The Wild Hand
Otho had his demons, alright. Maybe being born attracted the lot. Maybe he befriended a few more during the war; who knows? They lived in the bottle mostly, but the ghosts came out in droves when the lid came off.
His mother enrolled him at a very early age in a West Texas convent. She placed his older sister there too, and then took off to dance her way across the plains. He never saw her again until the age of eleven, but by then his path had been paved with the uneven stone.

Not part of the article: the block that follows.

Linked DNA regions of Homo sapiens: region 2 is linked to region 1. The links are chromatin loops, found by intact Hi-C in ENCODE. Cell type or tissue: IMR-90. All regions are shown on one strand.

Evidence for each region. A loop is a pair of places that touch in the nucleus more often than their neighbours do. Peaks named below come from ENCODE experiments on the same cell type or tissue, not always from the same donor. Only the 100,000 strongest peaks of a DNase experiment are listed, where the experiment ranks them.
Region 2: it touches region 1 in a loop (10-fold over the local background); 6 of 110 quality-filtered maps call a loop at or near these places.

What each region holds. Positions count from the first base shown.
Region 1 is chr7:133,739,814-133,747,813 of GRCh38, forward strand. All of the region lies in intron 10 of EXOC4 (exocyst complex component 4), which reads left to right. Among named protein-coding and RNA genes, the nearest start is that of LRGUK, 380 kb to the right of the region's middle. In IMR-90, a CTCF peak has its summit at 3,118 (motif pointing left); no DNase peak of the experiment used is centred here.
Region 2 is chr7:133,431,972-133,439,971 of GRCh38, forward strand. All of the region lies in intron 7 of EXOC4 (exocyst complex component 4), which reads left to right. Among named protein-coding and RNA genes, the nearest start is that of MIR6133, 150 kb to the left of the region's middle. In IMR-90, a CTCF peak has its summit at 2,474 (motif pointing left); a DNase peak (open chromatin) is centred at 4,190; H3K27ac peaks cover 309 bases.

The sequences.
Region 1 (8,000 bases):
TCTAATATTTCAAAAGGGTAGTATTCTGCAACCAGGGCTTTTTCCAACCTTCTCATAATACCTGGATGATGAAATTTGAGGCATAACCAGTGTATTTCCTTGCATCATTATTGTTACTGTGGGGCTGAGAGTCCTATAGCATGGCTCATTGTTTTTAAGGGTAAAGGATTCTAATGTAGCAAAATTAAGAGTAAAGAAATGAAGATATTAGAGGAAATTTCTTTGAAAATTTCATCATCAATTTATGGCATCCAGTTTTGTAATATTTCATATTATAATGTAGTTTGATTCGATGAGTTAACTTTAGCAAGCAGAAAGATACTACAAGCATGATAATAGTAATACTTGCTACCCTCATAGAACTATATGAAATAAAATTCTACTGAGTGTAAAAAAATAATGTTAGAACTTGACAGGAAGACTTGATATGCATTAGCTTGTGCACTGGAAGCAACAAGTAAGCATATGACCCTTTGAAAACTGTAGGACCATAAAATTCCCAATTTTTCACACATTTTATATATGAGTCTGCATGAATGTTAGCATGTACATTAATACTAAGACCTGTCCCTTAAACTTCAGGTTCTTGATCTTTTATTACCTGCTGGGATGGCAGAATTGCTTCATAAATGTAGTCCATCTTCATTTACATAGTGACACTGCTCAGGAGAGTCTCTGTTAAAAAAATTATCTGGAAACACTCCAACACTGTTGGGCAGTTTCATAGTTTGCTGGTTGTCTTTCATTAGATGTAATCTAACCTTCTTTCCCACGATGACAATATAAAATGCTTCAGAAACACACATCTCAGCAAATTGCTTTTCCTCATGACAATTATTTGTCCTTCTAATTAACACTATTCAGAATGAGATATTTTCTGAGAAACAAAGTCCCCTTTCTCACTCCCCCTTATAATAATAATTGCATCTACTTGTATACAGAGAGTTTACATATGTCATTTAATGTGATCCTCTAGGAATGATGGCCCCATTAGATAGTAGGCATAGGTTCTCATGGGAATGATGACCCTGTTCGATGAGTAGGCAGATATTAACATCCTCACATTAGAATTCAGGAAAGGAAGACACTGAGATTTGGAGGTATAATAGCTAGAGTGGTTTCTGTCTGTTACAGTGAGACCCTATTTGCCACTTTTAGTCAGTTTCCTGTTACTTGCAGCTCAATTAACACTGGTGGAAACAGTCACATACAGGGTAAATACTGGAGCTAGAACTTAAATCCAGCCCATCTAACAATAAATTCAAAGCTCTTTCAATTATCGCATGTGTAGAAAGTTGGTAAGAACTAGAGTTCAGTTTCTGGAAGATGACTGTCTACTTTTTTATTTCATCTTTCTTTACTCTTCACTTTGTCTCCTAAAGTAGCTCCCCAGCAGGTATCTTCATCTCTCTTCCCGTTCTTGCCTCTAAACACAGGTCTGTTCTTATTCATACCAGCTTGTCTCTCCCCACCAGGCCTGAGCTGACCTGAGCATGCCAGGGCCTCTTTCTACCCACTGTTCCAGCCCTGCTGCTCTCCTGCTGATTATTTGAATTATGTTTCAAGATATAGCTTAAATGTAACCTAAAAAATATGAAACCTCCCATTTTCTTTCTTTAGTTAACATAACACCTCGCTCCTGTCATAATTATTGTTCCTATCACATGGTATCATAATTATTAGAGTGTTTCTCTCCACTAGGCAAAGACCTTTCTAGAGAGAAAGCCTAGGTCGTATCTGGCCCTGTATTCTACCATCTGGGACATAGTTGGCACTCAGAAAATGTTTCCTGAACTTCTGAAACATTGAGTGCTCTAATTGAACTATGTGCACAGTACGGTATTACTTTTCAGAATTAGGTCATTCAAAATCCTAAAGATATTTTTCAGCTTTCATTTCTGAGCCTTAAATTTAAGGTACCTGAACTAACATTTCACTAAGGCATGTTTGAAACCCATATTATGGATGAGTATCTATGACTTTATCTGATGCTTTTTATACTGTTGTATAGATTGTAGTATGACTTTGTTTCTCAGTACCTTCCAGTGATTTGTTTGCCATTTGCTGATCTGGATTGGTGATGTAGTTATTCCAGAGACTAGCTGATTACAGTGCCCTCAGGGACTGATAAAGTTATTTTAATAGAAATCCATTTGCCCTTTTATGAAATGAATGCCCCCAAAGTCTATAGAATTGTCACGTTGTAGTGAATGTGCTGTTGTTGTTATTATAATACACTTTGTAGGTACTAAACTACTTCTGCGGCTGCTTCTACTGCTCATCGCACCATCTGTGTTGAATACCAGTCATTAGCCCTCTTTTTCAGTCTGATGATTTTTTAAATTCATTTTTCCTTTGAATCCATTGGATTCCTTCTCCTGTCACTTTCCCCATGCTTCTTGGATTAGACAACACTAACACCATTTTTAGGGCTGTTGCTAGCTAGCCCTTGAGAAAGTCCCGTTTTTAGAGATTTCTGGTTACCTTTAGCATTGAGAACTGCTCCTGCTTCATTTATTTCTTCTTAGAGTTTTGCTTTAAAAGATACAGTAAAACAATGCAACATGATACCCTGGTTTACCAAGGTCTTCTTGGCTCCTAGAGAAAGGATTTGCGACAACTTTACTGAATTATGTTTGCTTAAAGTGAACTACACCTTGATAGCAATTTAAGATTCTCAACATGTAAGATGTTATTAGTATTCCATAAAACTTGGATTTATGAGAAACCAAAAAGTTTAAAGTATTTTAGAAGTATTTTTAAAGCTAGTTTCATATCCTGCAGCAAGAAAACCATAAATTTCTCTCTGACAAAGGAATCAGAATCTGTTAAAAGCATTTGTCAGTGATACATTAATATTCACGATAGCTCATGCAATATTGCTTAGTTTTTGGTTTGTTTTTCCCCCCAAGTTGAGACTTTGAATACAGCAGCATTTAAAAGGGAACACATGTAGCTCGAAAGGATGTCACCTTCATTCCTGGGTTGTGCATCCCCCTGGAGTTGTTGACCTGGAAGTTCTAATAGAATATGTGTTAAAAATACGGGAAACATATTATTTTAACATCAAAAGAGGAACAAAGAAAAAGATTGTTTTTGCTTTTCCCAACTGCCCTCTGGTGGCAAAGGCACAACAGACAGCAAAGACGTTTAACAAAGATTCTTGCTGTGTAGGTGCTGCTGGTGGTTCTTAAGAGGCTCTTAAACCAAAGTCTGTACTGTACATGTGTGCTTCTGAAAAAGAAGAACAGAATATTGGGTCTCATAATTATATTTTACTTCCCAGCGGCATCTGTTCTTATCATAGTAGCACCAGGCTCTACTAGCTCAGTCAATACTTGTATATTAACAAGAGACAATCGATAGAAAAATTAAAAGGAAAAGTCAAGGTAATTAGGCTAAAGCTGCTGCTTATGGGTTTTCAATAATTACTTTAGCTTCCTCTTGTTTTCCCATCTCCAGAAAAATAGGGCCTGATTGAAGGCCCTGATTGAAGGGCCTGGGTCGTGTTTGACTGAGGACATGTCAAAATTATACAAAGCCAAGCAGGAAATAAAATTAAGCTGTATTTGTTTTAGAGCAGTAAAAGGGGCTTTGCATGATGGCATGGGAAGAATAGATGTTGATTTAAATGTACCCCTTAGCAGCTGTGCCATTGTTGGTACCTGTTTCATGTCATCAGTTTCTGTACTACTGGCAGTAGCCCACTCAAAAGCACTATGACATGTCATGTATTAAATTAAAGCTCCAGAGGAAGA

Memories of nuns went unspoken during his lifetime, perhaps forgotten. Recollections, those of deeds done and punishments received, stopped.
He never mentioned the times spent in Guadalcanal. He didn’t have to. The look of that unspoken horror lay concealed behind a thick pair of glasses, veiled by a thunderous voice wanting to chide and belittle any and all that wandered across his path. Only those bearing the means to loose the demons gained Otho’s respect.